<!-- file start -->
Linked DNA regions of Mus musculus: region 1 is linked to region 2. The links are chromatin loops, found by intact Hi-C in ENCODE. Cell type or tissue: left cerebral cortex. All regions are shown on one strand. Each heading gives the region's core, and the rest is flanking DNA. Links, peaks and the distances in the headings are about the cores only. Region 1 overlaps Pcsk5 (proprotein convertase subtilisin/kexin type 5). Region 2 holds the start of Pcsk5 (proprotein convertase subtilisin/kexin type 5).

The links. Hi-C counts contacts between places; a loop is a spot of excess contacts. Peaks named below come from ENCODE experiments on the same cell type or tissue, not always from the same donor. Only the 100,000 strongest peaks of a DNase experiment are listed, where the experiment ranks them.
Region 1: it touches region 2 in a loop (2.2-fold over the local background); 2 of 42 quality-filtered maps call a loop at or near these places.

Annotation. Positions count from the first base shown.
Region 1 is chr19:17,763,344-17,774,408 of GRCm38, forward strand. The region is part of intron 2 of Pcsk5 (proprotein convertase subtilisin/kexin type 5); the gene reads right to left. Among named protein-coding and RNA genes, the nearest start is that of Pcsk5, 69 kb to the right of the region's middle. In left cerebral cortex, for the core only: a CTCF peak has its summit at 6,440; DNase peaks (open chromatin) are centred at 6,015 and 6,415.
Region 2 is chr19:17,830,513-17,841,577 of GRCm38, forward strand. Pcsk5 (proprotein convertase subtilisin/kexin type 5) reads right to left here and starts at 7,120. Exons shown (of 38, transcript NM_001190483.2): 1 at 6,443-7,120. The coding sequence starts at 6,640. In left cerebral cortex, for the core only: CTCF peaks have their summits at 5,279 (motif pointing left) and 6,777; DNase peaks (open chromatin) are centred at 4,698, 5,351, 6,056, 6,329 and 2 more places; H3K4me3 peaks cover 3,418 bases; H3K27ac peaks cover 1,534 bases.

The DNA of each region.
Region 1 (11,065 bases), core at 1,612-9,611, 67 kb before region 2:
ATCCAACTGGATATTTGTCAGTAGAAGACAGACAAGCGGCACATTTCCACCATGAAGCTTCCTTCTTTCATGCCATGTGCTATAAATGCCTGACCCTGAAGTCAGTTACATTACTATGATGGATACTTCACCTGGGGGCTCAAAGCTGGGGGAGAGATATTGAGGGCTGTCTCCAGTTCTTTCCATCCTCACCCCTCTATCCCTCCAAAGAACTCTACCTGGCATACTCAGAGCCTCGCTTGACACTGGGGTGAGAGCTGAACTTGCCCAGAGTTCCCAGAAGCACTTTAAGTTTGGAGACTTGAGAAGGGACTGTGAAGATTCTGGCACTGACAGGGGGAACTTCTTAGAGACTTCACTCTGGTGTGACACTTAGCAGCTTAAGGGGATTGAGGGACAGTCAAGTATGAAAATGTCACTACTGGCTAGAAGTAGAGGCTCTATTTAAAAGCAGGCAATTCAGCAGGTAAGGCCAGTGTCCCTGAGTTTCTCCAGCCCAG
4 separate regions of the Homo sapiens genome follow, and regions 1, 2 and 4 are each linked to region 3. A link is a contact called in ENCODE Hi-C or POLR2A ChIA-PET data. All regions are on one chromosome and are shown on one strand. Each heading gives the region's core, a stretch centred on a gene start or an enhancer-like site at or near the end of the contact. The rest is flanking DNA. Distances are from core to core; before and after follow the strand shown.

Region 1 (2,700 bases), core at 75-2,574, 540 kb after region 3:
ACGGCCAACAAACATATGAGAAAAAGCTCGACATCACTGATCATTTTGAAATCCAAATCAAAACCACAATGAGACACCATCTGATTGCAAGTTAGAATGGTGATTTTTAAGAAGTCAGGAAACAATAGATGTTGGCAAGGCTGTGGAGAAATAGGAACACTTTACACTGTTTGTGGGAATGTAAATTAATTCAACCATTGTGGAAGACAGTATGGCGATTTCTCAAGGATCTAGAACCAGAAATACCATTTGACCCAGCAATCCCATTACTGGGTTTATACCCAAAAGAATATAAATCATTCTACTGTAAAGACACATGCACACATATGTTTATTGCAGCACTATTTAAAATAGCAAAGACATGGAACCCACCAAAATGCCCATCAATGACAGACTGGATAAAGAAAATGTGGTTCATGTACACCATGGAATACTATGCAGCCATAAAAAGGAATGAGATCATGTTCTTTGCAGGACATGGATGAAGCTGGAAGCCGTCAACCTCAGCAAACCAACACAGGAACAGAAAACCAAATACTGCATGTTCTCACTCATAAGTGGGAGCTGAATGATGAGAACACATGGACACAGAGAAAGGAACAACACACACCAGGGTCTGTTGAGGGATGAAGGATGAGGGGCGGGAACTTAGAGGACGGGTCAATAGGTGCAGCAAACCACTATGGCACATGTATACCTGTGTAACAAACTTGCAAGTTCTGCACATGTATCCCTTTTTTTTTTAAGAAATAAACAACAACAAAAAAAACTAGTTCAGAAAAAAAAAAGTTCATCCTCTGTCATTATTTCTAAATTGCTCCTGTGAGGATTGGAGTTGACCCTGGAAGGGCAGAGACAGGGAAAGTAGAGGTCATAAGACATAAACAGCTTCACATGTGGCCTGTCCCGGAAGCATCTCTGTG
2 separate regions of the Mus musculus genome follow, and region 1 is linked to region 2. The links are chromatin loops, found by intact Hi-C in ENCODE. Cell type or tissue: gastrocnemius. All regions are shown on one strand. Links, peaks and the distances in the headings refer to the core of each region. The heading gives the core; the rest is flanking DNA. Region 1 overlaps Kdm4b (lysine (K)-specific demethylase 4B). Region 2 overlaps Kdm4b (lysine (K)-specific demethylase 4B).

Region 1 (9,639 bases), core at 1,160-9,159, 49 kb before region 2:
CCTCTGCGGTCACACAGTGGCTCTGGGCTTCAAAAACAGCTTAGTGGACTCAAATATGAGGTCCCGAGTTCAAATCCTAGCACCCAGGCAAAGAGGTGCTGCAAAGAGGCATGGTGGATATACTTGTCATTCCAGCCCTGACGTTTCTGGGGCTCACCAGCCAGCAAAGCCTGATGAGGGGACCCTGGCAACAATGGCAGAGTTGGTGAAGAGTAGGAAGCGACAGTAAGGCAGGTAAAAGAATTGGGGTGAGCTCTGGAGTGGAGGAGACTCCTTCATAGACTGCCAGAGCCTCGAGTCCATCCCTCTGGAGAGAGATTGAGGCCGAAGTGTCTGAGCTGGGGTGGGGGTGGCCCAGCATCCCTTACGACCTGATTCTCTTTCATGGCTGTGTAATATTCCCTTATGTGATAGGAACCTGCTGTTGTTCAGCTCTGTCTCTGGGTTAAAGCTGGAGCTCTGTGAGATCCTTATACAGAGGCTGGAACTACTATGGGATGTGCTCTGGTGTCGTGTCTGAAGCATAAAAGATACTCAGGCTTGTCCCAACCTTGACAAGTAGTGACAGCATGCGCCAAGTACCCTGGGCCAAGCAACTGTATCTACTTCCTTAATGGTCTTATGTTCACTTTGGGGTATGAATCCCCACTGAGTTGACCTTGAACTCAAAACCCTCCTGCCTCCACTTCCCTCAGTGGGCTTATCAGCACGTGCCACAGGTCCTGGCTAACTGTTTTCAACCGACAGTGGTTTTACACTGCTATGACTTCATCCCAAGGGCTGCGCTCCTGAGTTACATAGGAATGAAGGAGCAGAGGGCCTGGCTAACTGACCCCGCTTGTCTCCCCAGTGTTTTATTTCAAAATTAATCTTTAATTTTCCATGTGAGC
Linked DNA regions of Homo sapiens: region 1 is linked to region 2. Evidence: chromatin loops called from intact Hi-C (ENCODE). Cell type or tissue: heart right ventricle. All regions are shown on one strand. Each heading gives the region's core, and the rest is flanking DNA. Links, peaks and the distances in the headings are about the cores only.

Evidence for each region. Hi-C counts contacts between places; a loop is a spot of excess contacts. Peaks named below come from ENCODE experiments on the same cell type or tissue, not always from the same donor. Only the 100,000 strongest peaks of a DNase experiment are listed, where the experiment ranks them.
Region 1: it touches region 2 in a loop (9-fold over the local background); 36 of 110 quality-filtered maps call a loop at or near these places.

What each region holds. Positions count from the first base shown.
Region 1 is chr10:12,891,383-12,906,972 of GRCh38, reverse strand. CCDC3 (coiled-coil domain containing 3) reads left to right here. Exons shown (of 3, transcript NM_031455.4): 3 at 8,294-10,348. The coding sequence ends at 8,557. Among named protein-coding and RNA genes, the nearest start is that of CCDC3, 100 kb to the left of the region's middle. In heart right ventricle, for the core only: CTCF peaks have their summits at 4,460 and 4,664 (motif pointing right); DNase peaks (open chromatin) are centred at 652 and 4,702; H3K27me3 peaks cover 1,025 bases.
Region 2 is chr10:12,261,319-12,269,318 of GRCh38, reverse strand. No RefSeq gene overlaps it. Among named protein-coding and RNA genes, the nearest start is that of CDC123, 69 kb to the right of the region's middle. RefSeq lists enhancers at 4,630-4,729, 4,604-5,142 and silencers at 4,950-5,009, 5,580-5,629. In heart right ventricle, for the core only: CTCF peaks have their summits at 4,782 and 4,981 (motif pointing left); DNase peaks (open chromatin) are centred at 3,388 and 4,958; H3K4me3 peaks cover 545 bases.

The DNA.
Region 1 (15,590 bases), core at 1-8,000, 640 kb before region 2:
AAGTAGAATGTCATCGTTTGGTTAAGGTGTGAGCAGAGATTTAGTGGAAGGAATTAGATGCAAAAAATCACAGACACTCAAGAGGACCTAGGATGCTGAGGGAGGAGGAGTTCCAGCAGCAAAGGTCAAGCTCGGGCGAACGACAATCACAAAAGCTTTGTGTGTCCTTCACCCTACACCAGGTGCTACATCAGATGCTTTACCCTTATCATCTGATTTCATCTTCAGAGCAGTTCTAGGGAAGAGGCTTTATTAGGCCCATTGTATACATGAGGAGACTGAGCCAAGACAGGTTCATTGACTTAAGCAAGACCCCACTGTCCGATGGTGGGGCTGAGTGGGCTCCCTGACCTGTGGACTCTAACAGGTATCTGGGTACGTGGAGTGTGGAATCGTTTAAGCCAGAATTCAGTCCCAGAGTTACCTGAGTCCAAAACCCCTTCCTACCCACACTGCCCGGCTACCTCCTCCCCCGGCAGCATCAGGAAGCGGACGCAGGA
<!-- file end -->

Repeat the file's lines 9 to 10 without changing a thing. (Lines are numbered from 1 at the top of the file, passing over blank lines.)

ATCCAACTGGATATTTGTCAGTAGAAGACAGACAAGCGGCACATTTCCACCATGAAGCTTCCTTCTTTCATGCCATGTGCTATAAATGCCTGACCCTGAAGTCAGTTACATTACTATGATGGATACTTCACCTGGGGGCTCAAAGCTGGGGGAGAGATATTGAGGGCTGTCTCCAGTTCTTTCCATCCTCACCCCTCTATCCCTCCAAAGAACTCTACCTGGCATACTCAGAGCCTCGCTTGACACTGGGGTGAGAGCTGAACTTGCCCAGAGTTCCCAGAAGCACTTTAAGTTTGGAGACTTGAGAAGGGACTGTGAAGATTCTGGCACTGACAGGGGGAACTTCTTAGAGACTTCACTCTGGTGTGACACTTAGCAGCTTAAGGGGATTGAGGGACAGTCAAGTATGAAAATGTCACTACTGGCTAGAAGTAGAGGCTCTATTTAAAAGCAGGCAATTCAGCAGGTAAGGCCAGTGTCCCTGAGTTTCTCCAGCCCAG
4 separate regions of the Homo sapiens genome follow, and regions 1, 2 and 4 are each linked to region 3. A link is a contact called in ENCODE Hi-C or POLR2A ChIA-PET data. All regions are on one chromosome and are shown on one strand. Each heading gives the region's core, a stretch centred on a gene start or an enhancer-like site at or near the end of the contact. The rest is flanking DNA. Distances are from core to core; before and after follow the strand shown.